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Publication numberUS5172566 A
Publication typeGrant
Application numberUS 07/744,074
Publication dateDec 22, 1992
Filing dateAug 12, 1991
Priority dateOct 24, 1990
Fee statusPaid
Publication number07744074, 744074, US 5172566 A, US 5172566A, US-A-5172566, US5172566 A, US5172566A
InventorsYoon G. Jung, Young R. Yoon
Original AssigneeDaewoo Electronics Co., Ltd.
Export CitationBiBTeX, EndNote, RefMan
External Links: USPTO, USPTO Assignment, Espacenet
Temperature regulating apparatus for refrigerators
US 5172566 A
Abstract
A temperature regulating apparatus for an air-circulated refrigerator is disclosed, capable of keeping the refrigeration room temperature constant by way of closely regulating the flow rate of cold air admitted into the refrigeration room. Also disclosed is a control device for controlling operation of the temperature regulating apparatus. Such a temperature regulating apparatus comprises a core member 50 either extendible to open up the cold air inlet port 12 or retractable to close off the same. A multiple turns of a coil 54 surrounds the core member 50 in order to produce a varying level of inductance i.e. an electrical signal proportional to the axial displacement of the core member 50. This electrical position signal is transmitted to a control device 20 which serves to control the operation of the damper flap actuator based on the temperature signal from a temperature sensor 22.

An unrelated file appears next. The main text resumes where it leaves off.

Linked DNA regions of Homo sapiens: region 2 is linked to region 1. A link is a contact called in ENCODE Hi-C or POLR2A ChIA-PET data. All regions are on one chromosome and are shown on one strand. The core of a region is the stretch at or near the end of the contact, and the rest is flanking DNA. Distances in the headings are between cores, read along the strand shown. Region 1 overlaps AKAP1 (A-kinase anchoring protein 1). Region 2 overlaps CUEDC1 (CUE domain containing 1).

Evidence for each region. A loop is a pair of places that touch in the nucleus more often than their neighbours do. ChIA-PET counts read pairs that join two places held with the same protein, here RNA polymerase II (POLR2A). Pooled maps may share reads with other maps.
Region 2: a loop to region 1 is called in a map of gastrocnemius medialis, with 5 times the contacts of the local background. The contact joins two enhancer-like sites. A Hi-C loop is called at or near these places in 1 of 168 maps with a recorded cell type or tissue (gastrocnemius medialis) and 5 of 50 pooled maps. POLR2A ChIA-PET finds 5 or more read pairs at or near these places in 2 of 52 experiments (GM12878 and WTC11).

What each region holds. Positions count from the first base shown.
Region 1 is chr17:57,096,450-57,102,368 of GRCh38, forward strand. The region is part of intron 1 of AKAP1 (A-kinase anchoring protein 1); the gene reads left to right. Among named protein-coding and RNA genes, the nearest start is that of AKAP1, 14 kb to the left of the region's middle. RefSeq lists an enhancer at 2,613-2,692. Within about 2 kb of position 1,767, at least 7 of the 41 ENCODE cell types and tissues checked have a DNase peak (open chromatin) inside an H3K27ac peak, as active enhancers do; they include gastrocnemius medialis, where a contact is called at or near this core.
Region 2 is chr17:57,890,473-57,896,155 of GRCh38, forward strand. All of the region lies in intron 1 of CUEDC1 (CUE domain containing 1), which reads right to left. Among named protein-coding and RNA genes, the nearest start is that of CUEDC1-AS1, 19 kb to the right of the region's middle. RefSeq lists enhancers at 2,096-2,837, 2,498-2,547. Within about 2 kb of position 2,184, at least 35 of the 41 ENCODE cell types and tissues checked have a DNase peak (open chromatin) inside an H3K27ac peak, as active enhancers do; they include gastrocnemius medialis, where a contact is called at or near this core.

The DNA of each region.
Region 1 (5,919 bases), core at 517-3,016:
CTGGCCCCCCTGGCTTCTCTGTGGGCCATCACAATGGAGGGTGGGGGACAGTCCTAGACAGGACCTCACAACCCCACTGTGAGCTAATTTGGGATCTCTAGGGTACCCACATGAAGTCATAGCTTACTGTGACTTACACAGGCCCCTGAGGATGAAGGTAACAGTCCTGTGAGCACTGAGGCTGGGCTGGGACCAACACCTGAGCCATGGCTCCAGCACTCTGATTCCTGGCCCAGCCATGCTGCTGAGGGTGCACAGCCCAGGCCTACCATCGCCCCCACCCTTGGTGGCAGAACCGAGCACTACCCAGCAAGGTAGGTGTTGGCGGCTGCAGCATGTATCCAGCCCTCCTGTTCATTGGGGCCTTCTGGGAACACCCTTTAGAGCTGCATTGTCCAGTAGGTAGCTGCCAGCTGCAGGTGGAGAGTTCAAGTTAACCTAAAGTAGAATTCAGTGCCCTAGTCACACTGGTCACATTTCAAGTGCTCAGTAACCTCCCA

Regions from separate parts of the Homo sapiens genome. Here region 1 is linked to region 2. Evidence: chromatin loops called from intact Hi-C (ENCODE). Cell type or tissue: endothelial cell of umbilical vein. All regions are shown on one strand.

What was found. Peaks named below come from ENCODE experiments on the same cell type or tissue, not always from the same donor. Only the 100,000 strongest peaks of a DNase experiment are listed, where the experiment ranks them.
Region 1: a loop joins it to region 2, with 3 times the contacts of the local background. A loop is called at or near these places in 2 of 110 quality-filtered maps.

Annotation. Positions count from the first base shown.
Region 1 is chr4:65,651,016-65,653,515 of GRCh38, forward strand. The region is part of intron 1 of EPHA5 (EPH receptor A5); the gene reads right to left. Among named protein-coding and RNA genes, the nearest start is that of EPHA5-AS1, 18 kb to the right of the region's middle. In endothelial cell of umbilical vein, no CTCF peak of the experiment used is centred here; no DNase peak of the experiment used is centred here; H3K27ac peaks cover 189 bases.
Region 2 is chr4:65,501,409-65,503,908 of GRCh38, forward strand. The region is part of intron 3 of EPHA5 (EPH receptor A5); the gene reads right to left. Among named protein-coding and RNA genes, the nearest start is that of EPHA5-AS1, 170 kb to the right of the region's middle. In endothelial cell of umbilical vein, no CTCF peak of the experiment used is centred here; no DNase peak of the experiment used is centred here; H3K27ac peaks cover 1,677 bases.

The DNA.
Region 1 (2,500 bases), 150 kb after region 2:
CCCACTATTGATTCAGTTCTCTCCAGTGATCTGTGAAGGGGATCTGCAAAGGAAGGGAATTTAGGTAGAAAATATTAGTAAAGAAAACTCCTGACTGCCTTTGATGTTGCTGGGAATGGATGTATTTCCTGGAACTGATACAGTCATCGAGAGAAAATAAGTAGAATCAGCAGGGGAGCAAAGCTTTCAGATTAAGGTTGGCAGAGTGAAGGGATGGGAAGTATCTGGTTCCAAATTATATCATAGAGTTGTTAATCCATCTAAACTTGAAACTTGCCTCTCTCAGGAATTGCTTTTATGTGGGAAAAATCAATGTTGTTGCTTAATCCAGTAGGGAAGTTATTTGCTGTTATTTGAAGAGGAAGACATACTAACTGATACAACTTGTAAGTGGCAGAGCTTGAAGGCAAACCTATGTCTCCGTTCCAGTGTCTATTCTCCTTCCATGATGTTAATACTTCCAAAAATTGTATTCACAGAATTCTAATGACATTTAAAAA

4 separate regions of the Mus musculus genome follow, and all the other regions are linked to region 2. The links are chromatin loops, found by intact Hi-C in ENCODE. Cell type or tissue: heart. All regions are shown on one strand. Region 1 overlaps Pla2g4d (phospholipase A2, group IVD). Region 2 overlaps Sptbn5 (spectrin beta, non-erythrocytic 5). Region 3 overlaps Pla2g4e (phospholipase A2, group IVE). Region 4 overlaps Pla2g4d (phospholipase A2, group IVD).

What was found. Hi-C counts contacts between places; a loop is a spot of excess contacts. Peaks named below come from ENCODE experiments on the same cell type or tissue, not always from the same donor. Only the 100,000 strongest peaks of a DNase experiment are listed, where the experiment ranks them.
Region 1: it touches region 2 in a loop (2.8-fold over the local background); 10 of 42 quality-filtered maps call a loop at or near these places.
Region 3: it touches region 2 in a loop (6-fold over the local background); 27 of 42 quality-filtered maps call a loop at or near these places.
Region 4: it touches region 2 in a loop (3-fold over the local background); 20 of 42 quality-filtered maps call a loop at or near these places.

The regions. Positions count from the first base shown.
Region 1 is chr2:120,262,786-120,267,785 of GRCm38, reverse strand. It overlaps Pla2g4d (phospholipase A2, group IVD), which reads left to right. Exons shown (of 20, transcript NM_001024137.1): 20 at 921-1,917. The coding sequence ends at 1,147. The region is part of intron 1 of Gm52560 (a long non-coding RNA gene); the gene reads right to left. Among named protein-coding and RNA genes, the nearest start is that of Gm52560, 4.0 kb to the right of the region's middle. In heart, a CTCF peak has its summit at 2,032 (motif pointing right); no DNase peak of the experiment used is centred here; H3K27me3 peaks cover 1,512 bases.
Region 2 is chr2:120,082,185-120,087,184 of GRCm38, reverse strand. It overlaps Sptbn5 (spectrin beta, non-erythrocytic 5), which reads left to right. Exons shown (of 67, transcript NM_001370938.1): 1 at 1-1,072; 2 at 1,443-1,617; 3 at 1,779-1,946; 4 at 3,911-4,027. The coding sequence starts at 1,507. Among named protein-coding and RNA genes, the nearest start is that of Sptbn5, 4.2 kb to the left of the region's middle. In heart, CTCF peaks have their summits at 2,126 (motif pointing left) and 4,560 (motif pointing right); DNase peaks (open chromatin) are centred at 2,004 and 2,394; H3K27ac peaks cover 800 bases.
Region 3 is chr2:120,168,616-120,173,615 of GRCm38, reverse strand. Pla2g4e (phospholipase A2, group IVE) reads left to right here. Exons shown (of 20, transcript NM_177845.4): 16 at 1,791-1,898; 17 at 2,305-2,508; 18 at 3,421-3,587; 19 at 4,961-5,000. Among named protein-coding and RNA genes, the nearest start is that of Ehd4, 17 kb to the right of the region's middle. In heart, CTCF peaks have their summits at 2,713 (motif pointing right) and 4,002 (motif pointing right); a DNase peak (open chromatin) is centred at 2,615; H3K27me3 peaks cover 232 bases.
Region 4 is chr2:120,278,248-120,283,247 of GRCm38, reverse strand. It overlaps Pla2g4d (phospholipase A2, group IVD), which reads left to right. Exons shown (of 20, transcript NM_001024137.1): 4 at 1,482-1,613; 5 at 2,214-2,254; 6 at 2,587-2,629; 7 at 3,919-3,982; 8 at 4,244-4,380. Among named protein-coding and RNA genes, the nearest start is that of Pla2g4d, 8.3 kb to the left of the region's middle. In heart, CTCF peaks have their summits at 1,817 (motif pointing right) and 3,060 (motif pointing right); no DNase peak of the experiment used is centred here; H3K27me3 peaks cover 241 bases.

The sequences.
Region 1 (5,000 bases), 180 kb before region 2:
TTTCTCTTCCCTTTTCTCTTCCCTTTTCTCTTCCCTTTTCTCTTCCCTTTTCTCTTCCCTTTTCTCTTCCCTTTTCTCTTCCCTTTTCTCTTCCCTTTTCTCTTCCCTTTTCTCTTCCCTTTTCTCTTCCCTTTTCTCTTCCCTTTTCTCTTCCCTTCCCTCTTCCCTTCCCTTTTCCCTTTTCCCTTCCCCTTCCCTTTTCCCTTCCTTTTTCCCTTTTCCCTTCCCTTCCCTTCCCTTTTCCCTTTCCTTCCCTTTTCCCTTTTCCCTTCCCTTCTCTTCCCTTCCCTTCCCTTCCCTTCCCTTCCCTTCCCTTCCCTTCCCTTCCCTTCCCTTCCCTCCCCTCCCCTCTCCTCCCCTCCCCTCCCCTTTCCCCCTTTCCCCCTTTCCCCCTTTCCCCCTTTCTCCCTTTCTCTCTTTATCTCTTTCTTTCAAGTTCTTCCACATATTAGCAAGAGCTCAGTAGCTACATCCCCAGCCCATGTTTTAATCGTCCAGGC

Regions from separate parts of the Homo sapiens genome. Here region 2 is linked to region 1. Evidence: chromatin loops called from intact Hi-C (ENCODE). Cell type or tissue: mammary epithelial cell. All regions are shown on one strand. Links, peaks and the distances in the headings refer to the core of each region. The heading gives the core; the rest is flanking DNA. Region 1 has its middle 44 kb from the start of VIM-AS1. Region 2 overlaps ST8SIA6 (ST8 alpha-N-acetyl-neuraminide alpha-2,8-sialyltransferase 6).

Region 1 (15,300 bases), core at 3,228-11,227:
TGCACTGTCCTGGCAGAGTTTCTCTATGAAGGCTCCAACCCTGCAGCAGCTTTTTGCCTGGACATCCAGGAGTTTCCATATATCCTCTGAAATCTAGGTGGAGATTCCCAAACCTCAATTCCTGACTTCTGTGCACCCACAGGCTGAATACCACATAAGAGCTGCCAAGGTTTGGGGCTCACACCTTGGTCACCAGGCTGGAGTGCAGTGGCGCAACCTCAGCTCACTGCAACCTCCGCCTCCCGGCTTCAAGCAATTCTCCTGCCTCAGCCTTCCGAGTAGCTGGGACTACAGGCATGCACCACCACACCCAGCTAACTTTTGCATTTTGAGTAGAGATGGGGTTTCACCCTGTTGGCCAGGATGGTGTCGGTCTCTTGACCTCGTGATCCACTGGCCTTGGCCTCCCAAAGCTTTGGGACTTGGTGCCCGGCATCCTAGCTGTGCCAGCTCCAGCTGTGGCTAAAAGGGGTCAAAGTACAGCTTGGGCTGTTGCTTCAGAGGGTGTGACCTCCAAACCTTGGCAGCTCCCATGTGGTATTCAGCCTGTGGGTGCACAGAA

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Claims(7)
What is claimed is:
1. An actuator for use in a temperature regulating apparatus of an air-circulated refrigerator, said refrigerator having a refrigeration room communicating with a cold air source through an inlet port formed on a wall of the refrigeration room, said inlet port being closed by an openable damper flap, which comprises:
a housing having a bottom wall, a side wall and a cylindrical boss extending vertically upwardly from the bottom wall about half the height of the side wall, said side wall terminating at its top end;
a guide member having a flanged cylinder and an axial bore formed through the flanged cylinder, said guide member mounted on the top end of the side wall so that the flanged cylinder can be in a concentrically spaced-apart relationship with the cylindrical boss of said housing;